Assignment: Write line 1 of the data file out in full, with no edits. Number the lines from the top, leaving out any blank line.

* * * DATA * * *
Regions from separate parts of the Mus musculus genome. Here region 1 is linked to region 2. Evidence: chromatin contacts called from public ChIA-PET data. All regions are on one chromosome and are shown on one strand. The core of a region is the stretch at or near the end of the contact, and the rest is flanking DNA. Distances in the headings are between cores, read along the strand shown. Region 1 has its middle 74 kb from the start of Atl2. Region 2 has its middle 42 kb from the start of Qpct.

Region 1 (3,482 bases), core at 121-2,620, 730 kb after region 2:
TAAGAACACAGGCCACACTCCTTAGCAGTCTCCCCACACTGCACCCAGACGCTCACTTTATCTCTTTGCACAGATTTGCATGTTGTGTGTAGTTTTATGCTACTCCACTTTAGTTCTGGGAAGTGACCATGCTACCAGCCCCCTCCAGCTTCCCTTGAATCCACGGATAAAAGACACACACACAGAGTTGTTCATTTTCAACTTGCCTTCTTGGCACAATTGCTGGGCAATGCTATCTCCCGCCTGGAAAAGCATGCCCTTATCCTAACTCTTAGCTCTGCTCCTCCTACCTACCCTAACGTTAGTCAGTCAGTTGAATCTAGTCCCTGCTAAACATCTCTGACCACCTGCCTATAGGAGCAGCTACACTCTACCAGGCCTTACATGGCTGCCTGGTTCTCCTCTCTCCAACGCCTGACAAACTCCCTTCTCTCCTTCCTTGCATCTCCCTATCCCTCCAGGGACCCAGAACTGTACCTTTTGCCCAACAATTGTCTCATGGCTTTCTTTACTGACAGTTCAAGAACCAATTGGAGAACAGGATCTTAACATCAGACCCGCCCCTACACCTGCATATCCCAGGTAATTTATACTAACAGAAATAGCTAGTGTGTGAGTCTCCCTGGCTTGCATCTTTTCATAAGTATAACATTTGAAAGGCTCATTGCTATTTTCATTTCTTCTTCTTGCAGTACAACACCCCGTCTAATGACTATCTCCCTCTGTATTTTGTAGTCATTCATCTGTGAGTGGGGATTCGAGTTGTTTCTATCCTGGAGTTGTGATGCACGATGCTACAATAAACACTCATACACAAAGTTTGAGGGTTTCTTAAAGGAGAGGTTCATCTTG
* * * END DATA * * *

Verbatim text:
Regions from separate parts of the Mus musculus genome. Here region 1 is linked to region 2. Evidence: chromatin contacts called from public ChIA-PET data. All regions are on one chromosome and are shown on one strand. The core of a region is the stretch at or near the end of the contact, and the rest is flanking DNA. Distances in the headings are between cores, read along the strand shown. Region 1 has its middle 74 kb from the start of Atl2. Region 2 has its middle 42 kb from the start of Qpct.